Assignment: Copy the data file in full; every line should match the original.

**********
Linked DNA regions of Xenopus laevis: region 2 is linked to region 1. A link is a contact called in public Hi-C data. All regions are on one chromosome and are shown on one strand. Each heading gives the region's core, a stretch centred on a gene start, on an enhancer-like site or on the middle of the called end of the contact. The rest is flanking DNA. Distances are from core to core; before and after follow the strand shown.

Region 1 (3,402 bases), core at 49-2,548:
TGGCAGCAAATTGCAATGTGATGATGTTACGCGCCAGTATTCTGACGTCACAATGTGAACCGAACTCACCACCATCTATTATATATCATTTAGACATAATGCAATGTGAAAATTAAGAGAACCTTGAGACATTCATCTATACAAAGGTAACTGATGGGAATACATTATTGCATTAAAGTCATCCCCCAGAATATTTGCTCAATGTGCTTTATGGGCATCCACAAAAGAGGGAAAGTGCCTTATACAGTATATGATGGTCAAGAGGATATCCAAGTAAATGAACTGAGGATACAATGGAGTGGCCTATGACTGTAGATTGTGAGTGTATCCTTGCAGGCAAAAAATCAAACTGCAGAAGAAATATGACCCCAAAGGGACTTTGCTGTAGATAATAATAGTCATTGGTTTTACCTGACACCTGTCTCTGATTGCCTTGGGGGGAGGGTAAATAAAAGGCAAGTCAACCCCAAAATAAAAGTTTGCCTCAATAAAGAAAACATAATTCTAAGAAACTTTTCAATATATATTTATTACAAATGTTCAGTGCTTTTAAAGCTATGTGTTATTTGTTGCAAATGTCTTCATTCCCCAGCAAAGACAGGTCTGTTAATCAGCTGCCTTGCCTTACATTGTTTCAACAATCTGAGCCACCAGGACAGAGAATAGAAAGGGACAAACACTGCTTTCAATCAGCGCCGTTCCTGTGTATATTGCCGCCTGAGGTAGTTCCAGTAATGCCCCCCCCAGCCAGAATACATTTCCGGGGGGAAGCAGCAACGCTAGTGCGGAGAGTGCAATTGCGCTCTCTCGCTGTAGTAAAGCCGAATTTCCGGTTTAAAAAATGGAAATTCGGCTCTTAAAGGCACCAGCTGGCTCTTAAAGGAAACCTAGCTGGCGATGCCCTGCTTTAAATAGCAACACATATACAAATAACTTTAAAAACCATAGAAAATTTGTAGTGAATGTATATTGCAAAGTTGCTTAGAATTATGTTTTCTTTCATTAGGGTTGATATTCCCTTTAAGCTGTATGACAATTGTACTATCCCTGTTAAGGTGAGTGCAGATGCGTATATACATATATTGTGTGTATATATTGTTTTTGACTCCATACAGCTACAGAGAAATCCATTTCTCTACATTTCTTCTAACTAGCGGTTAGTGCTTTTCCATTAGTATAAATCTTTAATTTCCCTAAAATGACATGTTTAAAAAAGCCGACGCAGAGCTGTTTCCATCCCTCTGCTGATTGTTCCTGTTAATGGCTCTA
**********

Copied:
Linked DNA regions of Xenopus laevis: region 2 is linked to region 1. A link is a contact called in public Hi-C data. All regions are on one chromosome and are shown on one strand. Each heading gives the region's core, a stretch centred on a gene start, on an enhancer-like site or on the middle of the called end of the contact. The rest is flanking DNA. Distances are from core to core; before and after follow the strand shown.

Region 1 (3,402 bases), core at 49-2,548:
TGGCAGCAAATTGCAATGTGATGATGTTACGCGCCAGTATTCTGACGTCACAATGTGAACCGAACTCACCACCATCTATTATATATCATTTAGACATAATGCAATGTGAAAATTAAGAGAACCTTGAGACATTCATCTATACAAAGGTAACTGATGGGAATACATTATTGCATTAAAGTCATCCCCCAGAATATTTGCTCAATGTGCTTTATGGGCATCCACAAAAGAGGGAAAGTGCCTTATACAGTATATGATGGTCAAGAGGATATCCAAGTAAATGAACTGAGGATACAATGGAGTGGCCTATGACTGTAGATTGTGAGTGTATCCTTGCAGGCAAAAAATCAAACTGCAGAAGAAATATGACCCCAAAGGGACTTTGCTGTAGATAATAATAGTCATTGGTTTTACCTGACACCTGTCTCTGATTGCCTTGGGGGGAGGGTAAATAAAAGGCAAGTCAACCCCAAAATAAAAGTTTGCCTCAATAAAGAAAACATAATTCTAAGAAACTTTTCAATATATATTTATTACAAATGTTCAGTGCTTTTAAAGCTATGTGTTATTTGTTGCAAATGTCTTCATTCCCCAGCAAAGACAGGTCTGTTAATCAGCTGCCTTGCCTTACATTGTTTCAACAATCTGAGCCACCAGGACAGAGAATAGAAAGGGACAAACACTGCTTTCAATCAGCGCCGTTCCTGTGTATATTGCCGCCTGAGGTAGTTCCAGTAATGCCCCCCCCAGCCAGAATACATTTCCGGGGGGAAGCAGCAACGCTAGTGCGGAGAGTGCAATTGCGCTCTCTCGCTGTAGTAAAGCCGAATTTCCGGTTTAAAAAATGGAAATTCGGCTCTTAAAGGCACCAGCTGGCTCTTAAAGGAAACCTAGCTGGCGATGCCCTGCTTTAAATAGCAACACATATACAAATAACTTTAAAAACCATAGAAAATTTGTAGTGAATGTATATTGCAAAGTTGCTTAGAATTATGTTTTCTTTCATTAGGGTTGATATTCCCTTTAAGCTGTATGACAATTGTACTATCCCTGTTAAGGTGAGTGCAGATGCGTATATACATATATTGTGTGTATATATTGTTTTTGACTCCATACAGCTACAGAGAAATCCATTTCTCTACATTTCTTCTAACTAGCGGTTAGTGCTTTTCCATTAGTATAAATCTTTAATTTCCCTAAAATGACATGTTTAAAAAAGCCGACGCAGAGCTGTTTCCATCCCTCTGCTGATTGTTCCTGTTAATGGCTCTA